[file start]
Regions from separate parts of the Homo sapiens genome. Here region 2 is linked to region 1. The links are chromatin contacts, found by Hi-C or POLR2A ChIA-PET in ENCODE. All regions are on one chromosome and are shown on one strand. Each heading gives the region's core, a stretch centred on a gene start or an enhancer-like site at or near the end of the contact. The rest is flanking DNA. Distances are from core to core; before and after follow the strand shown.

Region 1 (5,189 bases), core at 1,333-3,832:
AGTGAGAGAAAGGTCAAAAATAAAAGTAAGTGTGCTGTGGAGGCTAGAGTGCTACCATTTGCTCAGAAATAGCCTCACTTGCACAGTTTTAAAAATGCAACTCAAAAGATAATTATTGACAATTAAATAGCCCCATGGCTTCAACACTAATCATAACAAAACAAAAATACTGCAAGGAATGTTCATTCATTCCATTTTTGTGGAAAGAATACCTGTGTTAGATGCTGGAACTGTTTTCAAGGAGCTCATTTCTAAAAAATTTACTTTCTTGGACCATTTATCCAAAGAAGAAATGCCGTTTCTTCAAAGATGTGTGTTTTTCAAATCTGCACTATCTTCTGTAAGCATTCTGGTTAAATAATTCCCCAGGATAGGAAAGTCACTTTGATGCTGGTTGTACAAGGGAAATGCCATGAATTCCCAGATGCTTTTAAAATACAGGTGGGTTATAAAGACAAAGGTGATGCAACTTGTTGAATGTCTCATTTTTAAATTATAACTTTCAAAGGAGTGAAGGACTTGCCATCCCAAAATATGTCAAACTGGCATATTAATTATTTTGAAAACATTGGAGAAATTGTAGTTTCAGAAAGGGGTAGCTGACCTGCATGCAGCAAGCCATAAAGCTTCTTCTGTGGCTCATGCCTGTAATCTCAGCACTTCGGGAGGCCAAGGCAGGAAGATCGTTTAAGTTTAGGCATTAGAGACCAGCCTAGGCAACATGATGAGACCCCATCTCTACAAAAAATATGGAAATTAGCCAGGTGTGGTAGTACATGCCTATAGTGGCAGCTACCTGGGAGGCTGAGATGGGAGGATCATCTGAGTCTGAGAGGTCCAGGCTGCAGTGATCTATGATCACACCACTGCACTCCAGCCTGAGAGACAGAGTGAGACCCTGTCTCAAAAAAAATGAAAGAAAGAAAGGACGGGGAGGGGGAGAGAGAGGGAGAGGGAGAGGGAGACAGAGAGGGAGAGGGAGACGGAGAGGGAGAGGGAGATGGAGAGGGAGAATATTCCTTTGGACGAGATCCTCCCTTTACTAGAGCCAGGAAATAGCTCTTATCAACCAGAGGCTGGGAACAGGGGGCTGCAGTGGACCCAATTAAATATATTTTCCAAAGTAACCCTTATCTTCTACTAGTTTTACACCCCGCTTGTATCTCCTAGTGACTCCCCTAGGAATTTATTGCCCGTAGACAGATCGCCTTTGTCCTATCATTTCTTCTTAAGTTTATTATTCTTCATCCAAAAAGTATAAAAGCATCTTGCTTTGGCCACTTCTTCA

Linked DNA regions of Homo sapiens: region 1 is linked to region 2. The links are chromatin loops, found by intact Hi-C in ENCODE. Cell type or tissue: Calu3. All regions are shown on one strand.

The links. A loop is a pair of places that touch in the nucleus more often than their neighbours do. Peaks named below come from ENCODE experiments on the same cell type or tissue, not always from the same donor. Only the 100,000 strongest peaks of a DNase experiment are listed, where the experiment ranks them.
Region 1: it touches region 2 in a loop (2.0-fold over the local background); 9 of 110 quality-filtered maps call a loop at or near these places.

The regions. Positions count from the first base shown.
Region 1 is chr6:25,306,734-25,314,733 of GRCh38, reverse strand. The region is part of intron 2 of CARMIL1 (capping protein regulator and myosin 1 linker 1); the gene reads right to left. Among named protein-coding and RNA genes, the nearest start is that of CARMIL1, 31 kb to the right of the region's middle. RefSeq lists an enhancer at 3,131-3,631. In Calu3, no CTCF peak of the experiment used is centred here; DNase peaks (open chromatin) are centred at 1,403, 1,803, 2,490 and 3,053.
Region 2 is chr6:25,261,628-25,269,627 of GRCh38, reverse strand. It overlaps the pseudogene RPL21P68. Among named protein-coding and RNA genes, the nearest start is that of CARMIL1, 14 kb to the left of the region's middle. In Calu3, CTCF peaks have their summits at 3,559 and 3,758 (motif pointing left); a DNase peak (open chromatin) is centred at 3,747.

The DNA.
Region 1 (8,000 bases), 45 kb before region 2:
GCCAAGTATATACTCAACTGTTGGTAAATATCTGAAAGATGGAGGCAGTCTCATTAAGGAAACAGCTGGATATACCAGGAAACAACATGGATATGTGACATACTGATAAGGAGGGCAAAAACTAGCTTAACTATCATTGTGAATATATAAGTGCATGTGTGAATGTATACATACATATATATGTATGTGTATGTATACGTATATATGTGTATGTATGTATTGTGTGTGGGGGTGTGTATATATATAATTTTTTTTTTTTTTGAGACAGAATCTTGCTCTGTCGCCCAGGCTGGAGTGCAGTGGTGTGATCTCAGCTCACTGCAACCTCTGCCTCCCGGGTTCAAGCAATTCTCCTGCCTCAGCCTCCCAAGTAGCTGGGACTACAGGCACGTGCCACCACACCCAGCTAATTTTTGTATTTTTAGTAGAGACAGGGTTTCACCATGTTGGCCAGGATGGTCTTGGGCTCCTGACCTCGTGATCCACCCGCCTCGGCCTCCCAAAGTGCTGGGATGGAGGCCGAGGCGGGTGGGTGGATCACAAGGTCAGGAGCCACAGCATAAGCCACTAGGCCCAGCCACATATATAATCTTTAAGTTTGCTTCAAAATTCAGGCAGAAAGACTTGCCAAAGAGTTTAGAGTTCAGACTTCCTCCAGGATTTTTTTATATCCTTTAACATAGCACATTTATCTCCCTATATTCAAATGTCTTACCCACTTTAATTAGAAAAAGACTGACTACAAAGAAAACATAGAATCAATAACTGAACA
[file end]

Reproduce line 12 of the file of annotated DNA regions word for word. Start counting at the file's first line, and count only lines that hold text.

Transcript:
GCCAAGTATATACTCAACTGTTGGTAAATATCTGAAAGATGGAGGCAGTCTCATTAAGGAAACAGCTGGATATACCAGGAAACAACATGGATATGTGACATACTGATAAGGAGGGCAAAAACTAGCTTAACTATCATTGTGAATATATAAGTGCATGTGTGAATGTATACATACATATATATGTATGTGTATGTATACGTATATATGTGTATGTATGTATTGTGTGTGGGGGTGTGTATATATATAATTTTTTTTTTTTTTGAGACAGAATCTTGCTCTGTCGCCCAGGCTGGAGTGCAGTGGTGTGATCTCAGCTCACTGCAACCTCTGCCTCCCGGGTTCAAGCAATTCTCCTGCCTCAGCCTCCCAAGTAGCTGGGACTACAGGCACGTGCCACCACACCCAGCTAATTTTTGTATTTTTAGTAGAGACAGGGTTTCACCATGTTGGCCAGGATGGTCTTGGGCTCCTGACCTCGTGATCCACCCGCCTCGGCCTCCCAAAGTGCTGGGATGGAGGCCGAGGCGGGTGGGTGGATCACAAGGTCAGGAGCCACAGCATAAGCCACTAGGCCCAGCCACATATATAATCTTTAAGTTTGCTTCAAAATTCAGGCAGAAAGACTTGCCAAAGAGTTTAGAGTTCAGACTTCCTCCAGGATTTTTTTATATCCTTTAACATAGCACATTTATCTCCCTATATTCAAATGTCTTACCCACTTTAATTAGAAAAAGACTGACTACAAAGAAAACATAGAATCAATAACTGAACA